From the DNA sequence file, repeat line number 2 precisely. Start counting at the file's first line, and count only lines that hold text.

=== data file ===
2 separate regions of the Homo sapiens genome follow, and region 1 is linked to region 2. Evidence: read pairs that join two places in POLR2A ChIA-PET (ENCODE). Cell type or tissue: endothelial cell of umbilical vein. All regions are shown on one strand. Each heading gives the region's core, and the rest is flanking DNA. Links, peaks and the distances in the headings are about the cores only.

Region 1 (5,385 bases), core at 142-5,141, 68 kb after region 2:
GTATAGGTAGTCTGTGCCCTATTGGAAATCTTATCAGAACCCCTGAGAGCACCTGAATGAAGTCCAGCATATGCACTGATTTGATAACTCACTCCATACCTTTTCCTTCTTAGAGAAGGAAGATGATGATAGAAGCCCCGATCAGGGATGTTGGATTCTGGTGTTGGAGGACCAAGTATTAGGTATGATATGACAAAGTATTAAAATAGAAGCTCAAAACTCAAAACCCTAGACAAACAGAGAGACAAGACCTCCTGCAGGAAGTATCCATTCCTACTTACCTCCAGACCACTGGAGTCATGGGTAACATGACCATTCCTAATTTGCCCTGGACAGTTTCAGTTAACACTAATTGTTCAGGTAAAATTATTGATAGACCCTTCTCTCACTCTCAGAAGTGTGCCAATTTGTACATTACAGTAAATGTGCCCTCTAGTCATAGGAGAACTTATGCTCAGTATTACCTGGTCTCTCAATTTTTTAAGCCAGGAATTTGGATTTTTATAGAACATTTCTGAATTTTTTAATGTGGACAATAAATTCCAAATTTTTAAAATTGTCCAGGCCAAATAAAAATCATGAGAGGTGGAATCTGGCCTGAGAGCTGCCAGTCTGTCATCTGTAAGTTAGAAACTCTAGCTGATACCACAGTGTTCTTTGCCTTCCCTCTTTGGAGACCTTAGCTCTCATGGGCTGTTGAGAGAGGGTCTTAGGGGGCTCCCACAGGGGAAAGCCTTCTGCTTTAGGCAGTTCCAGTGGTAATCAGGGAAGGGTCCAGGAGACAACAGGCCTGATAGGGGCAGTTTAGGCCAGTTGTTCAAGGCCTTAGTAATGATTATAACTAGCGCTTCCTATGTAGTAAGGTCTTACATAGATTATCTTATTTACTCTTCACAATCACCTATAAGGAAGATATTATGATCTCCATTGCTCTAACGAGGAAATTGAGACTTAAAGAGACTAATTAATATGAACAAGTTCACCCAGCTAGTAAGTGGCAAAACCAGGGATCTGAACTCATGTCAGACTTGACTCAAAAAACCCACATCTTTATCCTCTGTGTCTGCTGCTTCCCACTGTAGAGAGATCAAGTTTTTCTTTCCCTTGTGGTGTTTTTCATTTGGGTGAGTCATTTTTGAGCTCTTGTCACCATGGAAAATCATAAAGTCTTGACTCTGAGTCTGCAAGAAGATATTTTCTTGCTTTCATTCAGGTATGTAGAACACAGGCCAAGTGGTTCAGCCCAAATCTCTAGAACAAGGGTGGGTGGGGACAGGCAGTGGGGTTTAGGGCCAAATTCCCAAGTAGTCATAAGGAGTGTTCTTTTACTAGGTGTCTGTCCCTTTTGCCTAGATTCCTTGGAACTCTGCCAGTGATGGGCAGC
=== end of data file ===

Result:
Region 1 (5,385 bases), core at 142-5,141, 68 kb after region 2: